Dr. Cohen on the ELEVATE-TN Trial in CLL

Jonathon B. Cohen, MD, MS
Published: Monday, Dec 02, 2019



Jonathon B. Cohen, MD, MS, associate professor, Department of Hematology and Medical Oncology, Emory University School of Medicine, co-director, Lymphoma Program, and medical director, Infusion Services, Winship Cancer Institute of Emory University, discusses the design of the phase III ELEVATE-TN trial in chronic lymphocytic leukemia (CLL).

The ELEVATE-TN trial was designed to evaluate the second-generation BTK inhibitor acalabrutinib (Calquence). The agent was designed to be more specific inhibitor of BTK and result in less off-target toxicity versus ibrutinib (Imbruvica), says Cohen. In the trial, acalabrutinib was combined with obinutuzumab (Gazvya) and compared with the combination of obinutuzumab and chlorambucil.

According to topline findings from the trial, the study met its primary endpoint of improved progression-free survival with the BTK-based combination in patients with treatment-naïve CLL. Although data from the trial have yet to be presented, Cohen believes they will reinforce the idea that BTK-based therapy is superior to chemotherapy in CLL.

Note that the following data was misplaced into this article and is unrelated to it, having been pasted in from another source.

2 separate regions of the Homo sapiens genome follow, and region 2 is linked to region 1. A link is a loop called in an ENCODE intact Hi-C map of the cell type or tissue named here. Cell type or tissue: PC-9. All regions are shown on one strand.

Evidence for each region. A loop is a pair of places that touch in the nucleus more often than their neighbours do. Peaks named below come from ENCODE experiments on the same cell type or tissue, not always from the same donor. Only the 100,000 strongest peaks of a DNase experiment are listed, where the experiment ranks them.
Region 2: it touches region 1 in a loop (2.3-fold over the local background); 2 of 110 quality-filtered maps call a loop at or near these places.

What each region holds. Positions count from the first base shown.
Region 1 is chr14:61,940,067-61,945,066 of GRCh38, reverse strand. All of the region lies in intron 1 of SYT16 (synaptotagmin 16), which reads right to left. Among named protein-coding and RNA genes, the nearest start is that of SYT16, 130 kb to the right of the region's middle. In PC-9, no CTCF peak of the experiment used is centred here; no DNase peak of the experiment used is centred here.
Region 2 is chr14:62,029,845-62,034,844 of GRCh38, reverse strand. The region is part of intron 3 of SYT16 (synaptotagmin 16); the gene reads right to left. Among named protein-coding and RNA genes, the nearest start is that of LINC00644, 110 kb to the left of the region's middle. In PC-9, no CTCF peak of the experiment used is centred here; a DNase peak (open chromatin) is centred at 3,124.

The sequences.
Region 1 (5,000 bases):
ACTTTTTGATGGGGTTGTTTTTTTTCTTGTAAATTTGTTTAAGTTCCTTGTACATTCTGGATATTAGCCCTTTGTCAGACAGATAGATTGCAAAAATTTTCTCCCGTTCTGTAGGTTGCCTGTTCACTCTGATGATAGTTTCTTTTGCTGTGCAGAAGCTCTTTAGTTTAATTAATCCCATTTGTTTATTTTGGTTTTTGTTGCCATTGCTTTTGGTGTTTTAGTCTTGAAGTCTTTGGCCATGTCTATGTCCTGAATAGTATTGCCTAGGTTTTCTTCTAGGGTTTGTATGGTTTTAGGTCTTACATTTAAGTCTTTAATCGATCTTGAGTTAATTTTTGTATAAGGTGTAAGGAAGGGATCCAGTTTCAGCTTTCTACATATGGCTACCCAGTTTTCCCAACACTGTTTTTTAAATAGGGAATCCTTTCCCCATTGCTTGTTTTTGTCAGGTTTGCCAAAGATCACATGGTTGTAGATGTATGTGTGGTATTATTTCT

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Jonathon B. Cohen, MD, MS, associate professor, Department of Hematology and Medical Oncology, Emory University School of Medicine, co-director, Lymphoma Program, and medical director, Infusion Services, Winship Cancer Institute of Emory University, discusses the design of the phase III ELEVATE-TN trial in chronic lymphocytic leukemia (CLL).

The ELEVATE-TN trial was designed to evaluate the second-generation BTK inhibitor acalabrutinib (Calquence). The agent was designed to be more specific inhibitor of BTK and result in less off-target toxicity versus ibrutinib (Imbruvica), says Cohen. In the trial, acalabrutinib was combined with obinutuzumab (Gazvya) and compared with the combination of obinutuzumab and chlorambucil.

According to topline findings from the trial, the study met its primary endpoint of improved progression-free survival with the BTK-based combination in patients with treatment-naïve CLL. Although data from the trial have yet to be presented, Cohen believes they will reinforce the idea that BTK-based therapy is superior to chemotherapy in CLL.



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